The (W)inner Game

This article was written and submitted to me by Björn Galjaardt. The article has application to coaching regardless of the sport that you coach.

With a flirt to water polo…

Who didn’t hear about Vince Lombardi’s quote; ‘Winning is not everything, but the will to win is’?

Months or years of effort to achieve a certain goal, fueled by a driving will. But how do we create a will to win (process), rather than the focus on the outcome of winning itself (product)?

In 1974 Tim Callwey wrote about certain principles in which an individual uses non-judgmental observations of critical variables, with the purpose of being accurate about these observations. If the observations are accurate, the person’s body will adjust and correct automatically to achieve best performance(1). Below I summarised these principles of the ‘inner game’ and provided some thoughts.

Correcting automatically to achieve best performance.

Triggering and shifting a thinking process in relation to process and product and having a deeper understanding in, what I think should be called, the (w)inner game.

  • Self 1+2. Listen to your subconscious mind. Everyday actions are imbedded in our subconscious mind. Our conscious mind will tell us what to do and how to do it (eg. look at the ball, bend your elbow). Often we only listen to our conscious mind. However, in our subconscious mind we already know what we are doing and we doing it perfectly fine (eg. thinking, walking). By trying to listen to our subconscious mind (self 2), we can actually lead our conscious mind (self 1) and let it eventually take over.
  • Quiet. Be quiet and observe. Instead of focussing on the result of the action, look at the action and process that action. That is where the bus stops. Not thinking about the how to react, will refocus the mind on what is actually happening. Be non-judgmental, only note what happens. Sport example; the ball bounces. Focus on how it bounce, what speed, where, etc. Don’t anticipate, no further actions required.
  • Act the part. Ask for qualities. How would it look like when a certain action is perfectly executed? What are the motions and emotions? Express it and literally perform that. Repeat until you can match the quality. Business example: the body language, the smile and posture for the connection with audience when presenting.
  • Challenges. Embrace challenges. Be excited. A challenge is an opportunity to show your skills or qualities. A challenge is where you could meet your flow. Flow is where challenge meet skills. Adapt and adjust qualities till you acquire the skill needed for the challenge. Break challenges down and build up qualities to reach a balanced level.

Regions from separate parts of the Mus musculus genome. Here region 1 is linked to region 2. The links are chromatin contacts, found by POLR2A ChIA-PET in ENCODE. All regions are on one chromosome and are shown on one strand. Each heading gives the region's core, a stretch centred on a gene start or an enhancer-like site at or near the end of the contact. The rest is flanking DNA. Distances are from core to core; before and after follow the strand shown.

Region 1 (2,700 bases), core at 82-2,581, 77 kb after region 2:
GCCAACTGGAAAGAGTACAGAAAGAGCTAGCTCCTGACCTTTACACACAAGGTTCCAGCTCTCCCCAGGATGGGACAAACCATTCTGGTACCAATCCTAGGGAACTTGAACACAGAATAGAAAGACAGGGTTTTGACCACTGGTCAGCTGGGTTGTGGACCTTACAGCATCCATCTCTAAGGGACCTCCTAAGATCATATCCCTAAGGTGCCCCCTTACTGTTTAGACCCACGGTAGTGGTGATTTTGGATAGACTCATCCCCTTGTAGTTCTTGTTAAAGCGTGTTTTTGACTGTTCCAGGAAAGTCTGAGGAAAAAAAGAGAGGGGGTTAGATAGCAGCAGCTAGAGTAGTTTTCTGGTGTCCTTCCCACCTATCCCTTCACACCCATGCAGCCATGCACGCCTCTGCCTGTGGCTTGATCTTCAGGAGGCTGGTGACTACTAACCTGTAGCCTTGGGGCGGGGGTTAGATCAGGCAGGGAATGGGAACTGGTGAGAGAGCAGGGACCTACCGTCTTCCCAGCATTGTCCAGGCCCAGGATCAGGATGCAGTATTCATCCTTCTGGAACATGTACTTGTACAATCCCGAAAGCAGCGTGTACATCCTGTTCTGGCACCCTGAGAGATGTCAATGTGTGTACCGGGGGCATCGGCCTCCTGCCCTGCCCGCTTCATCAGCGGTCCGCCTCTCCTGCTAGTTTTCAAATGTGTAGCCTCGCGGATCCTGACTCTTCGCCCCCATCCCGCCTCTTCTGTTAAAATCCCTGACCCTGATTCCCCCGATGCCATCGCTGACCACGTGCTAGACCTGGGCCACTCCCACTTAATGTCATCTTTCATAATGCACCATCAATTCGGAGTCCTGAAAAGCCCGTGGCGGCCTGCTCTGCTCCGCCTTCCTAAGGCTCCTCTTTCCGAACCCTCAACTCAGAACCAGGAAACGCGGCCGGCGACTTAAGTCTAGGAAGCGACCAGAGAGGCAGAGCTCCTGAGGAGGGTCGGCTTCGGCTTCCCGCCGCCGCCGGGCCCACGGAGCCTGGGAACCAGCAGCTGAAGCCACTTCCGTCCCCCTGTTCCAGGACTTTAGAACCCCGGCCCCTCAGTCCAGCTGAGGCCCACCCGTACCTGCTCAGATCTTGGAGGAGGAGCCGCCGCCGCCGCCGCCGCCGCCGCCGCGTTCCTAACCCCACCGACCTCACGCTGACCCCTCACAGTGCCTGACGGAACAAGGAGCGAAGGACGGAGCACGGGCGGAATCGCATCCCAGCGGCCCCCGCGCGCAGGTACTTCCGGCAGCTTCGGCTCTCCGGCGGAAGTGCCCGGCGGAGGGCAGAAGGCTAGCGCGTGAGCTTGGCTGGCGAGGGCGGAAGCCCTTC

• Don’t fight. Improve what you are good at. Don’t fight bad habits, work with them. Convert thinking into a challenge. Example: I am going to create a new technique. I am going to be excited to learn it. How can I make it work (better for me) to perform. Note the difference; I am not good at this or I will give it a go.

Currently ‘positive coaching’ and ‘leader vs boss’ are hot topics. Observe the principles above. There is a correlation between process and product and how it changed managers, leaders and coaches. Focus on the do’s, matching skills with challenge and adjusting these accordingly. This is relevant in Sport and Business, although the principles aim to improve body movement, it has the same result. The mental and physical outcome are changing positively to achieve best performance.

Focus on the do’s, matching skills with challenge and adjust these accordingly.

The principles so far have described the (w)inner game, however what is the difference between (w)inner game and outer game? Basically: the outer game are all the external factors that could shift the focus from the (w)inner game. Perhaps I brand it the (w)outer game, way outer game, since performances decline when you allow to let outer game influences come closer to your conscious and subconscious mind. Sport examples; the score, opponent, the exclusion earned and the venue (in Rio 2016, the colour of the water). Business examples; deadlines, competitors, market changes, and IT-support. Below a comparison of where inner game and outer game could fit. Included is a mixed array of desired attitude and mindset examples.

Finally, compiling the information, the main question can be answered. How can we create a stronger will to win? The direct answer will be: by applying the principles above. Performance can be enhanced by growing potential and minimising interference(2). There need to be a focus on improving the individuals process and centralise the journey to the goal. Fueling the importance of the will to win. An olympian once said; “Climbing a hill can be much more excited than reaching the top. The journey of becoming an olympian was more challenging than becoming an olympic champion”.

Using the principles above as a guideline I draw the following conclusion. The goal, winning, works as a milestone (by-product). The journey, will to win, works as a vehicle (main-product within the process). Focus on what is happening, perfecting this and make it a habit of the subconscious mind. Base actions on facts and be excited for challenges. Don’t waste your time fighting bad habits and outer game influences.

#innergame #winnergame #will #win #winning #goal #process #product

(1) Gallwey, W. Timothy (2000). The Inner Game of Work New York: Random House. p. 27.

(2) Gallwey, W. Timothy (1974). The Inner Game of Tennis (1st ed.). New York: Random House.

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